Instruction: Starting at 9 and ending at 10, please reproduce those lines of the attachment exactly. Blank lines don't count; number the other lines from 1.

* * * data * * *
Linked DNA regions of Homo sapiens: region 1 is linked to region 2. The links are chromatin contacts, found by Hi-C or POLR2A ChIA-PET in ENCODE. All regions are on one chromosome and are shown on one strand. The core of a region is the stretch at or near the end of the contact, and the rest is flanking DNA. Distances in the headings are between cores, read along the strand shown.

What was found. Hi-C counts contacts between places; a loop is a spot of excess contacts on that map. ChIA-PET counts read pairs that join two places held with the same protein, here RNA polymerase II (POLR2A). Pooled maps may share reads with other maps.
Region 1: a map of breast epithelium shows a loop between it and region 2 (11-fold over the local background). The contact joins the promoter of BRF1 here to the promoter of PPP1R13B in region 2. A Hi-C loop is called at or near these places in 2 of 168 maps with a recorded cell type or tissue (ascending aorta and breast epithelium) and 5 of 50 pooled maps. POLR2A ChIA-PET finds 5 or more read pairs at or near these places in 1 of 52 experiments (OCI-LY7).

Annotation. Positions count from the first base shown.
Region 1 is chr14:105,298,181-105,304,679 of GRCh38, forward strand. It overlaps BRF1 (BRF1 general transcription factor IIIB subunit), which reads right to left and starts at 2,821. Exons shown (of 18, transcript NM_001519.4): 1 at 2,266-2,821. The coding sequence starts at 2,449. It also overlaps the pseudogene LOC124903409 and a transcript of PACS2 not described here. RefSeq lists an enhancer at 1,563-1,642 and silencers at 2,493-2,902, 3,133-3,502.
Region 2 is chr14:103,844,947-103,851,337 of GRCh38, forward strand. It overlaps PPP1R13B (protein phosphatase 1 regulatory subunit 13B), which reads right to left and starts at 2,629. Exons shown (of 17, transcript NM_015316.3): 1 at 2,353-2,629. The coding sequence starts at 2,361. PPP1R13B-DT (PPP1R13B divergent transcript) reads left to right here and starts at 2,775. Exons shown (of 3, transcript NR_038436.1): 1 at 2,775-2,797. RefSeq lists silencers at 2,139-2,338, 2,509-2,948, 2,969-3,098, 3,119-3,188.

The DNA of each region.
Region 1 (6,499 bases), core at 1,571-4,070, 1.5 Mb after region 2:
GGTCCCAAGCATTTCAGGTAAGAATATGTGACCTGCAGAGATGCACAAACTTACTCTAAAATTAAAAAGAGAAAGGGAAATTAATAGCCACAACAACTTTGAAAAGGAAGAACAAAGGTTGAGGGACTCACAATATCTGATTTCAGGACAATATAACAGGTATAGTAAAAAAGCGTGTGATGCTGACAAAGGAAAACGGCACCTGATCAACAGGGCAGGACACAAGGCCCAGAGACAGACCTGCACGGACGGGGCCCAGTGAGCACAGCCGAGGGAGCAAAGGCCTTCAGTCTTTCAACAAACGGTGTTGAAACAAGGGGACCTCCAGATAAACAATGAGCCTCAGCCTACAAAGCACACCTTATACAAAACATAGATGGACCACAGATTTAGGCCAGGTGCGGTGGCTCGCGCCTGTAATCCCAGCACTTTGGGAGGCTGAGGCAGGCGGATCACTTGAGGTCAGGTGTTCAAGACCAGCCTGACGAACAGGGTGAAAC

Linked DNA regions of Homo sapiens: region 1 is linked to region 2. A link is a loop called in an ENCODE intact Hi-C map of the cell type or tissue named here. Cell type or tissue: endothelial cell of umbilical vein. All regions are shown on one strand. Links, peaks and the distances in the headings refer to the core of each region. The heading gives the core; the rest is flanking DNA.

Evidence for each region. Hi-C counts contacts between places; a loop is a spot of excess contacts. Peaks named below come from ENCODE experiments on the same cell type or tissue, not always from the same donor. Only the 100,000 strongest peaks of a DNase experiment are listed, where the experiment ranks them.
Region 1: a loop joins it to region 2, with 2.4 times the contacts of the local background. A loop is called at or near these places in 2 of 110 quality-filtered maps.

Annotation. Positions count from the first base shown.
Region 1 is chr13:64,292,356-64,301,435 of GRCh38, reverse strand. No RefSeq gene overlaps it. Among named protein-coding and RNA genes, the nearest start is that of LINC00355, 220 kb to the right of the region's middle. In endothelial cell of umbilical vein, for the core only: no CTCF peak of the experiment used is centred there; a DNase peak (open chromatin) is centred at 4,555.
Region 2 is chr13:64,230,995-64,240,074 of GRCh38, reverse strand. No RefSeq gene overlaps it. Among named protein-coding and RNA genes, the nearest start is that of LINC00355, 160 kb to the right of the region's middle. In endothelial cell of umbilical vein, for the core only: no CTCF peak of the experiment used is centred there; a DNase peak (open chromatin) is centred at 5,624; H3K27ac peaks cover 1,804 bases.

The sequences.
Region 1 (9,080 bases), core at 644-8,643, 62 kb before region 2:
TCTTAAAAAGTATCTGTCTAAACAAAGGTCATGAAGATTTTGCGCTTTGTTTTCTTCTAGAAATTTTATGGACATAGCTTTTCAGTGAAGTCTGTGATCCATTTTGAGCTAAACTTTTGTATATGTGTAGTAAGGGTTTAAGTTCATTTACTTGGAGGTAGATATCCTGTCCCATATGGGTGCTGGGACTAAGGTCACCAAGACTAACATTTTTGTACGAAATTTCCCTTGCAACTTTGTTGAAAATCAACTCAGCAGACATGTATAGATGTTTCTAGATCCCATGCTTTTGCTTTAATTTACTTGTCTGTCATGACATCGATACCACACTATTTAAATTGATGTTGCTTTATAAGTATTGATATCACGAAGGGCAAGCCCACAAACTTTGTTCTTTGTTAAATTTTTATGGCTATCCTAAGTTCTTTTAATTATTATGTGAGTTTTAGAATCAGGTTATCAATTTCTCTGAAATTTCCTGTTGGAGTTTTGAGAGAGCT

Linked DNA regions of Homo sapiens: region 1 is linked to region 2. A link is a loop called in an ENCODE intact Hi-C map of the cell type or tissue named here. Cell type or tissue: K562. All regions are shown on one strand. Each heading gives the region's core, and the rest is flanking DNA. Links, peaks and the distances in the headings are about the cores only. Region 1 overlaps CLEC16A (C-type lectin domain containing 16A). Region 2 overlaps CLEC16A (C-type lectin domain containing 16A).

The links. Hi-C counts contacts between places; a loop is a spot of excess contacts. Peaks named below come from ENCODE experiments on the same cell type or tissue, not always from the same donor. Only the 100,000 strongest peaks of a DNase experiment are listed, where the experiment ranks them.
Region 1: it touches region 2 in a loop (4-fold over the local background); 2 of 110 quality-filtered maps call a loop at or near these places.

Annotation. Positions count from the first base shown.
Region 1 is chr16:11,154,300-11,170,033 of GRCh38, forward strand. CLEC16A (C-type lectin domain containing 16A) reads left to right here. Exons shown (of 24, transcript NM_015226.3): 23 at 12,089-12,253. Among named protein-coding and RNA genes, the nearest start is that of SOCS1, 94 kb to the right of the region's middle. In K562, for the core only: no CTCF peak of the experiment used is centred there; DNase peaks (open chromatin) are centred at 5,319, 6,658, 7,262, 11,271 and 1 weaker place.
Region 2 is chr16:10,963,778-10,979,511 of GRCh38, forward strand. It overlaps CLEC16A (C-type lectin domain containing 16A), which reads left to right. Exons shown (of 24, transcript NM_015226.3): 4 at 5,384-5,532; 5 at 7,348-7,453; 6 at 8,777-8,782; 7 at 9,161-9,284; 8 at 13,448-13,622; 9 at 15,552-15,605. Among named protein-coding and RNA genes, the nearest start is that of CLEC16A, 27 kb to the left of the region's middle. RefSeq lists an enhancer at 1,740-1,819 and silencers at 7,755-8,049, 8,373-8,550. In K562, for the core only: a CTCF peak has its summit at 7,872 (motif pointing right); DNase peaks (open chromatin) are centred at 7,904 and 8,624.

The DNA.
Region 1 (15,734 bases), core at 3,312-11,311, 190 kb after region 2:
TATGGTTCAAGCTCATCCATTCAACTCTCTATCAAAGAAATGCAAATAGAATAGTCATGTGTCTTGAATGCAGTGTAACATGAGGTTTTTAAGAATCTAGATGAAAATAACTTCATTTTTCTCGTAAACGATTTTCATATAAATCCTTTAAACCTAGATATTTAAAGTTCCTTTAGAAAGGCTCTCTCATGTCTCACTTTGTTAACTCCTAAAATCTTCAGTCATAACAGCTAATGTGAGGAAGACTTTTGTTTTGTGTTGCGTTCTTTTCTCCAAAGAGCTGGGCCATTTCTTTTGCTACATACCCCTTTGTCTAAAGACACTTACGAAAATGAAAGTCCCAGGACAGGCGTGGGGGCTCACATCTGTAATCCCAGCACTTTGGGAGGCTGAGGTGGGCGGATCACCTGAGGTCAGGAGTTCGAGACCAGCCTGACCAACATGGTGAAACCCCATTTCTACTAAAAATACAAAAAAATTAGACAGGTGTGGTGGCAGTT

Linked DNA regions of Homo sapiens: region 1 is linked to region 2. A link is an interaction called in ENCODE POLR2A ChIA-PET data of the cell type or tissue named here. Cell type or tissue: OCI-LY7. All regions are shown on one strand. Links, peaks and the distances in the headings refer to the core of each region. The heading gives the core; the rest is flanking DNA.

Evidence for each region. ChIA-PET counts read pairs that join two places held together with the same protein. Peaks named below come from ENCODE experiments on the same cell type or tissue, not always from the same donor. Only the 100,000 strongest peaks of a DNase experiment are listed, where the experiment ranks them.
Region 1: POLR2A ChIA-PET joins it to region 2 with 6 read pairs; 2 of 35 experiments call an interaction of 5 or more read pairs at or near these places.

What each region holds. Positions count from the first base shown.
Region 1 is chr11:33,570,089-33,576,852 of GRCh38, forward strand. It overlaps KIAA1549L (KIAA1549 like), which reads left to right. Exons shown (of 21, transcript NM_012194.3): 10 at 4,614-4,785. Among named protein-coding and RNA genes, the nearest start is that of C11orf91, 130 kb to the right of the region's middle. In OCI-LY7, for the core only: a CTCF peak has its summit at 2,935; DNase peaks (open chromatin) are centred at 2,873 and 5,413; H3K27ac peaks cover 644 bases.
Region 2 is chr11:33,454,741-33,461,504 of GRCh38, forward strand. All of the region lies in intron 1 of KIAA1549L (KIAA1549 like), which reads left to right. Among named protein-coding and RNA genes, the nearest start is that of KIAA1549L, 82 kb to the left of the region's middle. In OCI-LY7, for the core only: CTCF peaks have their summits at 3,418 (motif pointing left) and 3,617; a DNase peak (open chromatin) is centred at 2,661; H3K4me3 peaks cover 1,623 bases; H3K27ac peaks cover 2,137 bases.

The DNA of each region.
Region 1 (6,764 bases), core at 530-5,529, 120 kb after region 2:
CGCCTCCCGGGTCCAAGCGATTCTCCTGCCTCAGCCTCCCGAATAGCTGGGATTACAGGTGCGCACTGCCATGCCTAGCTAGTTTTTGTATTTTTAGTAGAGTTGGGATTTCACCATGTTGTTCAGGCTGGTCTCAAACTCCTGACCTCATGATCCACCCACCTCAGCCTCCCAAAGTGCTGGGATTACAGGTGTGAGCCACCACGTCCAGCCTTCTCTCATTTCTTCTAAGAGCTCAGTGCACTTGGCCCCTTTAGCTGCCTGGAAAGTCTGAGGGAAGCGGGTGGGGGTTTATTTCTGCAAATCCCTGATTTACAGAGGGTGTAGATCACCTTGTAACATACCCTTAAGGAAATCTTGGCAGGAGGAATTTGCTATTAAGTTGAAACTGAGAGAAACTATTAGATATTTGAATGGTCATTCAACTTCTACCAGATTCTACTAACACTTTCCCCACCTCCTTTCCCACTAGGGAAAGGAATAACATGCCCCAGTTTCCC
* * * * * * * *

GGTCCCAAGCATTTCAGGTAAGAATATGTGACCTGCAGAGATGCACAAACTTACTCTAAAATTAAAAAGAGAAAGGGAAATTAATAGCCACAACAACTTTGAAAAGGAAGAACAAAGGTTGAGGGACTCACAATATCTGATTTCAGGACAATATAACAGGTATAGTAAAAAAGCGTGTGATGCTGACAAAGGAAAACGGCACCTGATCAACAGGGCAGGACACAAGGCCCAGAGACAGACCTGCACGGACGGGGCCCAGTGAGCACAGCCGAGGGAGCAAAGGCCTTCAGTCTTTCAACAAACGGTGTTGAAACAAGGGGACCTCCAGATAAACAATGAGCCTCAGCCTACAAAGCACACCTTATACAAAACATAGATGGACCACAGATTTAGGCCAGGTGCGGTGGCTCGCGCCTGTAATCCCAGCACTTTGGGAGGCTGAGGCAGGCGGATCACTTGAGGTCAGGTGTTCAAGACCAGCCTGACGAACAGGGTGAAAC

Linked DNA regions of Homo sapiens: region 1 is linked to region 2. A link is a loop called in an ENCODE intact Hi-C map of the cell type or tissue named here. Cell type or tissue: endothelial cell of umbilical vein. All regions are shown on one strand. Links, peaks and the distances in the headings refer to the core of each region. The heading gives the core; the rest is flanking DNA.